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Today’s cyber environment is complex and challenging for corporate management faced with daily battles against a seemingly endless list of ever-evolving threats.  Even large cybersecurity firms and government branches (local, state, and federal) have been or will be victimized.  One only needs to read daily headlines for a reminder of the ongoing cyber threat environment.  A critically important consideration for small and medium-sized businesses (SMBs) is how to address these risks to safeguard customer data and/or critical business operations.  A return on investment analysis, alone, can build a strong case for making cyber protection a corporate priority.  However, how organizations approach this challenge varies widely.  It is imperative that cyber spending be balanced with other business risks to ensure that organizations are effective stewards of corporate resources.  Arriving at that “just enough” point regarding cyber protection can seem elusive. This is the principal focus of this article.

Some organizations facing the challenge of implementing appropriate levels of cyber protection elect a model of keeping all their data and systems in-house. Others make use of virtualized environments with software and infrastructure provided by external service providers. A third and, perhaps, more popular option is a hybrid model with both internal and 3rd party managed segments.  Each of these models come with their own advantages and disadvantages.  A challenge for many SMBs is how to make this cyber and information technology decision to best meet their specific organization’s goals.  Many of these SMBs lack the needed insight to conduct an effective analysis for making these critical business decisions.  This analysis of options, assessing costs, and assessing overall business risks and impacts against a dynamic cyber threat environment is the main challenge for many organization CEOs and C-Suites.  It is invaluable to solicit the advice of a third party, a trusted agent, to provide an initial assessment and to develop a list of critical recommendations for your company‘s leadership to consider for implementation.

An Objective Look

Having a trusted third party perform a “sanity check” or “baseline“ of your organization’s cyber landscape will provide a much-needed starting point for your decision calculus.  However, the challenge is finding a “trusted and impartial” third party assessor/advisor; an advisor WITHOUT a vested interest in follow-on work.  Receiving feedback from a cyber tool vendor generally ends with a recommendation to purchase a “solve-all-ills” application or tool suite.  Avoiding the above-mentioned conflict of interest is an important reason to keep your third-party assessment away from any possible pressure for follow-on business or tool purchase.  Avoiding the use of the same group for both assessment and follow-on work avoids this conflict. Having an impartial party separate from implementation also provides the option for an annual revisit to provide the board a clear perspective on the return on investment or scorecard for your cyber expenditures.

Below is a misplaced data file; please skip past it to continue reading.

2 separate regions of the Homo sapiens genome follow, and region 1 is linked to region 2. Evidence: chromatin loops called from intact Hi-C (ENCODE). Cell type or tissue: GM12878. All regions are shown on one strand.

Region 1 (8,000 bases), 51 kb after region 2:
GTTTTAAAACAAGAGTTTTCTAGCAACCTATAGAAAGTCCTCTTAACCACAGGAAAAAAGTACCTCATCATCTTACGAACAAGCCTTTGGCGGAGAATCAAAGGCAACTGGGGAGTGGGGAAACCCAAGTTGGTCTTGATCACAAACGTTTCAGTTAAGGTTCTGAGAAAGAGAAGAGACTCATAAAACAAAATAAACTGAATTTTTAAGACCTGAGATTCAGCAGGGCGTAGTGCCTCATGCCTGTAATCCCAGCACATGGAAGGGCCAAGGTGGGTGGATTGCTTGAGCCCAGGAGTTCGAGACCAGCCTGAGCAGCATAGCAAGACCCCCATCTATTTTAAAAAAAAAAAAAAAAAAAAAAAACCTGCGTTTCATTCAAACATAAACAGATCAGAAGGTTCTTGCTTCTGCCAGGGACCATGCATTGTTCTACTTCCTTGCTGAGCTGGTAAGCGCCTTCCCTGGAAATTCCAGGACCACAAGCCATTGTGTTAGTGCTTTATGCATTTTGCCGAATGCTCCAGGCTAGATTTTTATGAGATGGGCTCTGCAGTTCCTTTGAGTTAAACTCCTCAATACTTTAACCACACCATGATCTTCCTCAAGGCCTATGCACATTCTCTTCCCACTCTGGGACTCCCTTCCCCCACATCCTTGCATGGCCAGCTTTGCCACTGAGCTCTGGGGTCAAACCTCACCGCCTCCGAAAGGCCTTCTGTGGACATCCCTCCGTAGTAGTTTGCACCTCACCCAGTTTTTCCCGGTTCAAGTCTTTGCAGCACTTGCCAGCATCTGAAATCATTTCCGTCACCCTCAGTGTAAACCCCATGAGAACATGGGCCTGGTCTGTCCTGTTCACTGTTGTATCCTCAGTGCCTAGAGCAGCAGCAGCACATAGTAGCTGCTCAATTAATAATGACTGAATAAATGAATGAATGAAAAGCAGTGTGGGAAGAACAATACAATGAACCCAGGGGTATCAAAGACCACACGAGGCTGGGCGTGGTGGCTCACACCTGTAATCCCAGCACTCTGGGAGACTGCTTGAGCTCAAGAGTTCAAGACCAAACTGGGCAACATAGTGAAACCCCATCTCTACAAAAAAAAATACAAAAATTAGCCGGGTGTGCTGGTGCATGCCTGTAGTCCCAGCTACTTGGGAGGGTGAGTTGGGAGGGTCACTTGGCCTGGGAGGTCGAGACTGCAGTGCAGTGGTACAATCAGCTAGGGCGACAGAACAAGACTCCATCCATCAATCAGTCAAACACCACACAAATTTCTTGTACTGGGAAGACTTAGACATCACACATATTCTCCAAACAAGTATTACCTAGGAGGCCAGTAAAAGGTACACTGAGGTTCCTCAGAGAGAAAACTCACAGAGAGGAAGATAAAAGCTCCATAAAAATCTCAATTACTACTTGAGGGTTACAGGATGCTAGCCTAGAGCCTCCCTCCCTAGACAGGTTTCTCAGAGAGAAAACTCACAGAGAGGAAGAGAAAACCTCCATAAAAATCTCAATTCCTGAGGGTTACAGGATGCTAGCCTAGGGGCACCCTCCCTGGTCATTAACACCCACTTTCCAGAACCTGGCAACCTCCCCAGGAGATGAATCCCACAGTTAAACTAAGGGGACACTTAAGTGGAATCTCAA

Is Your Home Team Up for the Challenge?
On Premises or Contracted Cyber Security

Today’s dynamic cyber threat environment requires an all-hands on deck approach.  Building advanced cyber capabilities that are capable and effective in protecting/defending your enterprise and operations is required.  Regardless of your enterprise’s size, businesses do require a deliberate and well thought out protection strategy.  Opting to contract out for these security services so that your company can focus more effectively on its core mission is sometimes the answer.  However, this decision must be made after a complete assessment of what systems and information constitute the organization’s most critical assets.  Once an organization understands exactly what assets it needs to protect, it can make a clearer decision on how to best implement an effective risk-based protection strategy.

Where to Start:

These steps outline a recommended path for developing and implementing an effective cyber strategy:

  1. Corporate Board Support – Clearly outline the assessment process to the corporate board.  It is critical that all cyber efforts are fully supported by this board.  Without the support of corporate leadership, even a well-developed strategy will be challenged. Corporate board/leadership support is the most important element of any corporate cyber strategy.
  2. 3rd Party Assessment – Identify an IMPARTIAL 3rd party to provide an unvarnished assessment of your organization’s cyber posture, including threat environment, costs, critical assets, and identified gaps.